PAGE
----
• The Super Fund will be investing in our future – not someone elses’, in another country.
  • Maori may well be satisfied that their taonga, water, was not being privatised.
  • Our current account would not be blown further into the red.
  • New Zealanders would be happy chappies, as the great majority oppose losing ownership of state assets.
  • Opposition from the Left would most likely evaporate – heck, we might even vote for you in 2014, Mr Key!!

Where is the down-side in this compromise?! Damned if I can see any.

And the strangest part in all this proposal? I may just  have saved John Key’s arse from being thrown out at the next election.

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= fs =

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  1. 5 August 2012 at 1:11 am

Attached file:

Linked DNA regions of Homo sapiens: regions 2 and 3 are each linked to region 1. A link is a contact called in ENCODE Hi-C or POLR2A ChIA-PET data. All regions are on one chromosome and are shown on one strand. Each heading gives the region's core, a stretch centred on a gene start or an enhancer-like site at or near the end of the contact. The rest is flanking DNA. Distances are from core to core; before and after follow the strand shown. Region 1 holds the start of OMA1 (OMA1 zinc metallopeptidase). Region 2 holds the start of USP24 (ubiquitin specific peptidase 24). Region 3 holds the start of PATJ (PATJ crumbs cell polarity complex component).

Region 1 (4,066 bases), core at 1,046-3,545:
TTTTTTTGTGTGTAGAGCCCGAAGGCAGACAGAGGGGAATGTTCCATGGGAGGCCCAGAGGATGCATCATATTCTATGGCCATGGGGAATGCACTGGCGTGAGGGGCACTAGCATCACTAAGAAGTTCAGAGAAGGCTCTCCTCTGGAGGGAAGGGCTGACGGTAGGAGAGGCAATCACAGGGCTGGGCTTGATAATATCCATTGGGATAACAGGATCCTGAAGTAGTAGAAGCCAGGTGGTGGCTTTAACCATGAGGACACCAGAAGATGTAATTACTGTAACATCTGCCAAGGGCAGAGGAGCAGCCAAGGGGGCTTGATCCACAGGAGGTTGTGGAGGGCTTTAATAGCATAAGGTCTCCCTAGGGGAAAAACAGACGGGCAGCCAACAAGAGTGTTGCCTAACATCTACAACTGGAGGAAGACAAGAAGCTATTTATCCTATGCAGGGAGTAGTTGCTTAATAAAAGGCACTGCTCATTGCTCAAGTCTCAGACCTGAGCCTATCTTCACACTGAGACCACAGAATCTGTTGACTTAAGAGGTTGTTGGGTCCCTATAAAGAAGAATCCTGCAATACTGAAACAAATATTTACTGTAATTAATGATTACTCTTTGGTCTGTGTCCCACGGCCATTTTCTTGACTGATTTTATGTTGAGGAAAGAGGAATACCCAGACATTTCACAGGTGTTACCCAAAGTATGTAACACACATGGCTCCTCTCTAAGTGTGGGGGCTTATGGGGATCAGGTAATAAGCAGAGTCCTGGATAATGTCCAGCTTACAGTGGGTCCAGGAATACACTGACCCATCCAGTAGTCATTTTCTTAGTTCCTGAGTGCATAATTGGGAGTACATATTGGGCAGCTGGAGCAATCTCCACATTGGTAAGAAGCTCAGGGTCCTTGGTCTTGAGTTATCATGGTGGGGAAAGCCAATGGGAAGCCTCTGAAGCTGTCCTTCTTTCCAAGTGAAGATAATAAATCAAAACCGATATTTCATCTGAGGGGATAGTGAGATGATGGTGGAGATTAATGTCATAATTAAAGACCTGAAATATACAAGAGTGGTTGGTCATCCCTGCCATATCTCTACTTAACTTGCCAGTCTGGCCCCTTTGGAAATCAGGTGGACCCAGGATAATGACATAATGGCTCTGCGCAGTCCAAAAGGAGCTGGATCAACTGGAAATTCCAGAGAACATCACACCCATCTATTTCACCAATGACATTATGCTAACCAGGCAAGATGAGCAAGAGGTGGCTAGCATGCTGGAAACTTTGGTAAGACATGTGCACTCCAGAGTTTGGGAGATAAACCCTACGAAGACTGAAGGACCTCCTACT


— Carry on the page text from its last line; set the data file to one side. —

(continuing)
Awesome, loved that one. Am thinking I’m gonna have to run it off in print and give it to some people who absolutely refuse to follow these things online… they’re still utterly, utterly convinced of the wisdom of selling, “Look, I’ve thought about the numbers, and I reckon it’s the best thing…”

    Er no my dear friends, that statement meant you categorically did NOT do the numbers….

  2. 5 August 2012 at 1:15 am

    Yup. I’ve checked the numbers and unless the NZ Super Fun’s investments have all crashed – it’s doable. And the Super Fund would probably make more money than with all their piddly little investments all over the world.

    Plus, here in NZ, it’s safer! (I left that bit out of my blogpost.)

    • Craig Coffee